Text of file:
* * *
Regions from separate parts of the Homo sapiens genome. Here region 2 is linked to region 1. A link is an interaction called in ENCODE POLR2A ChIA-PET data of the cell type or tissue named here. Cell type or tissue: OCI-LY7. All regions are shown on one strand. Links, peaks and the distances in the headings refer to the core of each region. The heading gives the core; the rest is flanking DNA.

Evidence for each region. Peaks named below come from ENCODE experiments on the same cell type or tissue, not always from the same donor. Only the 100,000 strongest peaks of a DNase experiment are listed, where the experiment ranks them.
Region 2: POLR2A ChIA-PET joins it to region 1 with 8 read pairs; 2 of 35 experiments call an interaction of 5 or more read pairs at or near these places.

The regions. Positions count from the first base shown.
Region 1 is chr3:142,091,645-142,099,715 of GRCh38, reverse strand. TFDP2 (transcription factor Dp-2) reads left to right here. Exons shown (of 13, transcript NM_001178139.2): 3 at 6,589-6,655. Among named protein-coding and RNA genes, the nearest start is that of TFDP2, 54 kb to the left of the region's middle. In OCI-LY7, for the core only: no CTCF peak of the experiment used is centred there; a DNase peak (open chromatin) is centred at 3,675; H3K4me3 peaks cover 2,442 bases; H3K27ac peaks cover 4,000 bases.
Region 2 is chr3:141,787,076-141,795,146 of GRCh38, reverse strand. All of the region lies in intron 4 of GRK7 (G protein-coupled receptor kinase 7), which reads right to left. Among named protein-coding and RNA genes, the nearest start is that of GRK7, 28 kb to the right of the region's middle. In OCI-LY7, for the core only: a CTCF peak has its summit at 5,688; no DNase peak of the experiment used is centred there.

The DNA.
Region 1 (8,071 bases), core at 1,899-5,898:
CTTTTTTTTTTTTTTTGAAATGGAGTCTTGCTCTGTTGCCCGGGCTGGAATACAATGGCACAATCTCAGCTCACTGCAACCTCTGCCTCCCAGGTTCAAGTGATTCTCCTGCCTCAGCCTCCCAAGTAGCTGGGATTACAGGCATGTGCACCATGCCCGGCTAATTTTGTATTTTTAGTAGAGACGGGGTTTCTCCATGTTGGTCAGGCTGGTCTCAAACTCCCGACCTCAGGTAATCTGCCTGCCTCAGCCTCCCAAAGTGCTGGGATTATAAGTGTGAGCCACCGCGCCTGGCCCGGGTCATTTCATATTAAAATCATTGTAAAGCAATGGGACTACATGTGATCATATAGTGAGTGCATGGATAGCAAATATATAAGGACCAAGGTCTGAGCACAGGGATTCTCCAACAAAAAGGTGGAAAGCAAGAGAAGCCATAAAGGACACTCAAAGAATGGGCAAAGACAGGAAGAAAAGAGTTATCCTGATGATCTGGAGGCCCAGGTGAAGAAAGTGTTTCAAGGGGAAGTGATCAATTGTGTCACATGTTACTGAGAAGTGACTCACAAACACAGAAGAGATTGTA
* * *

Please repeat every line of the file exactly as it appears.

Regions from separate parts of the Homo sapiens genome. Here region 2 is linked to region 1. A link is an interaction called in ENCODE POLR2A ChIA-PET data of the cell type or tissue named here. Cell type or tissue: OCI-LY7. All regions are shown on one strand. Links, peaks and the distances in the headings refer to the core of each region. The heading gives the core; the rest is flanking DNA.

Evidence for each region. Peaks named below come from ENCODE experiments on the same cell type or tissue, not always from the same donor. Only the 100,000 strongest peaks of a DNase experiment are listed, where the experiment ranks them.
Region 2: POLR2A ChIA-PET joins it to region 1 with 8 read pairs; 2 of 35 experiments call an interaction of 5 or more read pairs at or near these places.

The regions. Positions count from the first base shown.
Region 1 is chr3:142,091,645-142,099,715 of GRCh38, reverse strand. TFDP2 (transcription factor Dp-2) reads left to right here. Exons shown (of 13, transcript NM_001178139.2): 3 at 6,589-6,655. Among named protein-coding and RNA genes, the nearest start is that of TFDP2, 54 kb to the left of the region's middle. In OCI-LY7, for the core only: no CTCF peak of the experiment used is centred there; a DNase peak (open chromatin) is centred at 3,675; H3K4me3 peaks cover 2,442 bases; H3K27ac peaks cover 4,000 bases.
Region 2 is chr3:141,787,076-141,795,146 of GRCh38, reverse strand. All of the region lies in intron 4 of GRK7 (G protein-coupled receptor kinase 7), which reads right to left. Among named protein-coding and RNA genes, the nearest start is that of GRK7, 28 kb to the right of the region's middle. In OCI-LY7, for the core only: a CTCF peak has its summit at 5,688; no DNase peak of the experiment used is centred there.

The DNA.
Region 1 (8,071 bases), core at 1,899-5,898:
CTTTTTTTTTTTTTTTGAAATGGAGTCTTGCTCTGTTGCCCGGGCTGGAATACAATGGCACAATCTCAGCTCACTGCAACCTCTGCCTCCCAGGTTCAAGTGATTCTCCTGCCTCAGCCTCCCAAGTAGCTGGGATTACAGGCATGTGCACCATGCCCGGCTAATTTTGTATTTTTAGTAGAGACGGGGTTTCTCCATGTTGGTCAGGCTGGTCTCAAACTCCCGACCTCAGGTAATCTGCCTGCCTCAGCCTCCCAAAGTGCTGGGATTATAAGTGTGAGCCACCGCGCCTGGCCCGGGTCATTTCATATTAAAATCATTGTAAAGCAATGGGACTACATGTGATCATATAGTGAGTGCATGGATAGCAAATATATAAGGACCAAGGTCTGAGCACAGGGATTCTCCAACAAAAAGGTGGAAAGCAAGAGAAGCCATAAAGGACACTCAAAGAATGGGCAAAGACAGGAAGAAAAGAGTTATCCTGATGATCTGGAGGCCCAGGTGAAGAAAGTGTTTCAAGGGGAAGTGATCAATTGTGTCACATGTTACTGAGAAGTGACTCACAAACACAGAAGAGATTGTA